At one point, Alexandra Shipp was creating dissent within the X-Men film fandom with her comments about light-skinned actresses like herself playing Storm. Now, in a new interview with Comic Book Movie, Shipp has had a change of heart. In the interview, she talked about what she felt about playing the character, saying, “I loved the experience. I think it was so definitive of my 20s to be part of that. I’d never worked on anything so big and to also be able to play not only one of my favorite superheroes growing up, but also reprising a role Halle Berry played was a huge honor.”
As far as colorism playing into Hollywood’s casting, she said, “In the future, I think I’d like to see a woman of darker complexion play Storm. I think it’s about time that we see that representation, and I’m more than happy to see that. I think it would be really great. The little girl in me would really like to see that.”
This is a far cry from what Shipp said between 2018 and 2019, as we've previously reported.
During those years in particular, Shipp took on fans who said they wanted to see someone darker play the character, who has traditionally been depicted as darker-skinned in the Marvel comic books.
She originally started the rift between herself and fans when she tweeted back at people who wanted to see a darker-skinned Storm on screen. As she told The Hollywood Reporter in 2018, “[I tweeted back] at people who criticized me for not having dark enough skin for my role in X-Men because we’re not going to have this conversation about a cartoon character. You’re not gong to tell me that my skin color doesn’t match a Crayola from 1970. Growing up, when I was reading the comics, I pictured her looking like me. For any Black girl, for there to be a Black superhero, we picture them looking like us.”
"When I auditioned for the role, I wasn't like, 'Oh man, I'm not dark enough,'" she continued. "I was like, 'Finally, this is my moment. I'm not playing Harriet Tubman with a prosthetic nose and darkening my skin tone. I would never do that."
She also clapped back at fans who said they’d rather see Kiki Layne take on the role in future X-Men installments, especially since she was reported as “actively plotting” for the role at the time.
“I won’t ever bad mouth a fellow actor. I won’t ever actively try to take another hard working actor’s job. Y’all can keep trying tp in Black women against each other but it won’t work on me, honey. Stay blessed,” she tweeted, adding, “Black Twitter is so powerful. One second we’re trying to rally and define why our lives matter, the next we’re making each other feel like we’re not worthy of one. I’ll only spread and give love, no matter what tone my skin falls under. Bless up y’all ima go back to work.”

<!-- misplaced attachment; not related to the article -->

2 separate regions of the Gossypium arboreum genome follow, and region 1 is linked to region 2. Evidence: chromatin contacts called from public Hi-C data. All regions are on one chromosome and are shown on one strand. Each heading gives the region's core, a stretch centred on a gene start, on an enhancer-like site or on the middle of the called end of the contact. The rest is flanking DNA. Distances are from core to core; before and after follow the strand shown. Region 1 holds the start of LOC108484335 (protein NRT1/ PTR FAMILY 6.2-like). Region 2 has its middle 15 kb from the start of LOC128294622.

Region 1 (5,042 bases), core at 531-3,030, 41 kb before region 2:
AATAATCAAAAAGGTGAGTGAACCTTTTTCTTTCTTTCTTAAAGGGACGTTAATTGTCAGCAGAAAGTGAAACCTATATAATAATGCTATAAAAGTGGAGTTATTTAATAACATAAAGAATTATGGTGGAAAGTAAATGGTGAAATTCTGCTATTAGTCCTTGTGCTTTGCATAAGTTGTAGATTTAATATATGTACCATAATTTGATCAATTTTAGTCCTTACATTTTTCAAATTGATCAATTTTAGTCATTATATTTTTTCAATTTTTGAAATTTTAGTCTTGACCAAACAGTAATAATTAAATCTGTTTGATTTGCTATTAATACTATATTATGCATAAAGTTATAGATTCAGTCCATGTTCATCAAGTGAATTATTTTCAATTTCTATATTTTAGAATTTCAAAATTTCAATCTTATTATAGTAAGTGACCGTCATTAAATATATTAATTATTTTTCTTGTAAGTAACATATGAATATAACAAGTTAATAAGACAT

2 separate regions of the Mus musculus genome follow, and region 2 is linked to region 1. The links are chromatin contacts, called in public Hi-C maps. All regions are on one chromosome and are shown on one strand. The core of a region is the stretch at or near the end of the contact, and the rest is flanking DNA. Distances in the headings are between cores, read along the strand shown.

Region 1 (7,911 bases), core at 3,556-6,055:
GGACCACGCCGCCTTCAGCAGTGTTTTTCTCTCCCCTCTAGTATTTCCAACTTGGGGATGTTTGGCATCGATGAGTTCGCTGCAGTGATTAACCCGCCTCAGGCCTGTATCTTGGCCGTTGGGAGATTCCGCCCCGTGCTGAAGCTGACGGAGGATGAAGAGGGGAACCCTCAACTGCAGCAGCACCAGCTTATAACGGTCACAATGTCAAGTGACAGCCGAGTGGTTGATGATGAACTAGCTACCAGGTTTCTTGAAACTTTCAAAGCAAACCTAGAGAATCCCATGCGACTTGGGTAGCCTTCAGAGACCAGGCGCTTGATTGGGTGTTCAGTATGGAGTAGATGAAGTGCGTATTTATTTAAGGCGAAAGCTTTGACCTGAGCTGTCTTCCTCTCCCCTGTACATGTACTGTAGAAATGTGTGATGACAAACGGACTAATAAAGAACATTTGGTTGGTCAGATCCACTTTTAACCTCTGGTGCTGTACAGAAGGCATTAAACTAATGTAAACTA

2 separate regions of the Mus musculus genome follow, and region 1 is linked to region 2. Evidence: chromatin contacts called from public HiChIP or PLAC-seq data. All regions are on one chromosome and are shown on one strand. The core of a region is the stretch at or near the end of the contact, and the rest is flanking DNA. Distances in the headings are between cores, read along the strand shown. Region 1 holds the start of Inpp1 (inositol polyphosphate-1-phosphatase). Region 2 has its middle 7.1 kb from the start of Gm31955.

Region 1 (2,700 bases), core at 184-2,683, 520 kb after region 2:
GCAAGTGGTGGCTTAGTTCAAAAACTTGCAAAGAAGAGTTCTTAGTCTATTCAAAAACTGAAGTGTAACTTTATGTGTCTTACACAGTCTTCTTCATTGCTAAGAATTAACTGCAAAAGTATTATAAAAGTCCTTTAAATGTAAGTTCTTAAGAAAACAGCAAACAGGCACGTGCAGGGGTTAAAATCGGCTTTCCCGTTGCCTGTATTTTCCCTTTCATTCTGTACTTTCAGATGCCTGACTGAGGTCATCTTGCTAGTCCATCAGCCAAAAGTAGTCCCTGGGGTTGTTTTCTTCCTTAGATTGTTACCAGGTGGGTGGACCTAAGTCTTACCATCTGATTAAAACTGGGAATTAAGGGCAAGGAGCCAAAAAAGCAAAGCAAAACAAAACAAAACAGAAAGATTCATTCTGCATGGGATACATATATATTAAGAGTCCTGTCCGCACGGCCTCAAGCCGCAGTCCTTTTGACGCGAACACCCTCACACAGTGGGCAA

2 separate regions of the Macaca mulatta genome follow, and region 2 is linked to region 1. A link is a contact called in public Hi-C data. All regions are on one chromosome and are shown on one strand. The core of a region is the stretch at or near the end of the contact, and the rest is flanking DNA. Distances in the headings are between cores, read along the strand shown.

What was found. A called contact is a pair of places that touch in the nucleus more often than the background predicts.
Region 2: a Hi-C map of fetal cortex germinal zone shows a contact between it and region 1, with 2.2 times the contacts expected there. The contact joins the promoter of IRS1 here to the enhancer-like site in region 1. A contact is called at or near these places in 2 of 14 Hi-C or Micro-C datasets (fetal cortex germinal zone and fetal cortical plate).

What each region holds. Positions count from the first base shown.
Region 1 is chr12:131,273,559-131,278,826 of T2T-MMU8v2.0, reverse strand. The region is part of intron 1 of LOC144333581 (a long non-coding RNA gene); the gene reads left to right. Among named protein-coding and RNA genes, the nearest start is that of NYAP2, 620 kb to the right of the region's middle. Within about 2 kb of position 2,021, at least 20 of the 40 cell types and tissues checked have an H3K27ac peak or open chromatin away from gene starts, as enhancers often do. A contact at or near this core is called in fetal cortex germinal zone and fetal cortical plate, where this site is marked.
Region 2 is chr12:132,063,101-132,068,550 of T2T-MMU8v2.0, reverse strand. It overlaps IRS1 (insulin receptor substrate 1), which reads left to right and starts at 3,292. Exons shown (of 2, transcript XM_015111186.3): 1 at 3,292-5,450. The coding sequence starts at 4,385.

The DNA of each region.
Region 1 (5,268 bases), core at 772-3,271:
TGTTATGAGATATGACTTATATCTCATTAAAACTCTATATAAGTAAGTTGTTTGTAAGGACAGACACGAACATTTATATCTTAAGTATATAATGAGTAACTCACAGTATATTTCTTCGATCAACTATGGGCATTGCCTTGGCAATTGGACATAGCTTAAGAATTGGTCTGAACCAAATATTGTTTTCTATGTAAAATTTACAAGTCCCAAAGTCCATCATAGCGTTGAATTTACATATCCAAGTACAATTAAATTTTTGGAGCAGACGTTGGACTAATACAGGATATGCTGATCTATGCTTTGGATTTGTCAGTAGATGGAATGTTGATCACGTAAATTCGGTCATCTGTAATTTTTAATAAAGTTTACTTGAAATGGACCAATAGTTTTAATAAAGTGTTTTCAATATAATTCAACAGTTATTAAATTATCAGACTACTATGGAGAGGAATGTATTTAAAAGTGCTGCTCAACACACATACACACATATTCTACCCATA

Also, making matters worse for herself, she told Comicbook.com in 2019 how she pitched a Storm film to 20th Century Fox, proposing that Yara Shahidi and Amandla Stenberg join her and Halle Berry in portraying Storm at different points in her life.
“Okay, so this is what I’ve come up with,” she said at the time. “I think it’d be really cool if you had me and Halle [Berry] both teaming up together and fighting a baddie. We have to save the planet past, future, present and maybe throw in Yara [Shahidi] in there, and have her be a young one, or Amandla [Stenberg] be the younger one. I think it’d be even cooler. So I feel like we just gotta get a whole bunch of Storms together, because then people will just be like, ‘Oh my God, that’s so much Storm.'”
To be fair, her idea is based on the precedent set by Berry as a light-skinned actress portraying the character. But Shipp’s idea couldn’t have rubbed salt in the wound more regarding darker-skinned actresses being left out of the Storm casting equation.
While Twitter can be harsh, the underlying criticism revolving around Storm being perpetually lightened in films rings true. Perhaps after stepping away from the X-Men franchise for now, Shipp is able to see what people were actually criticizing.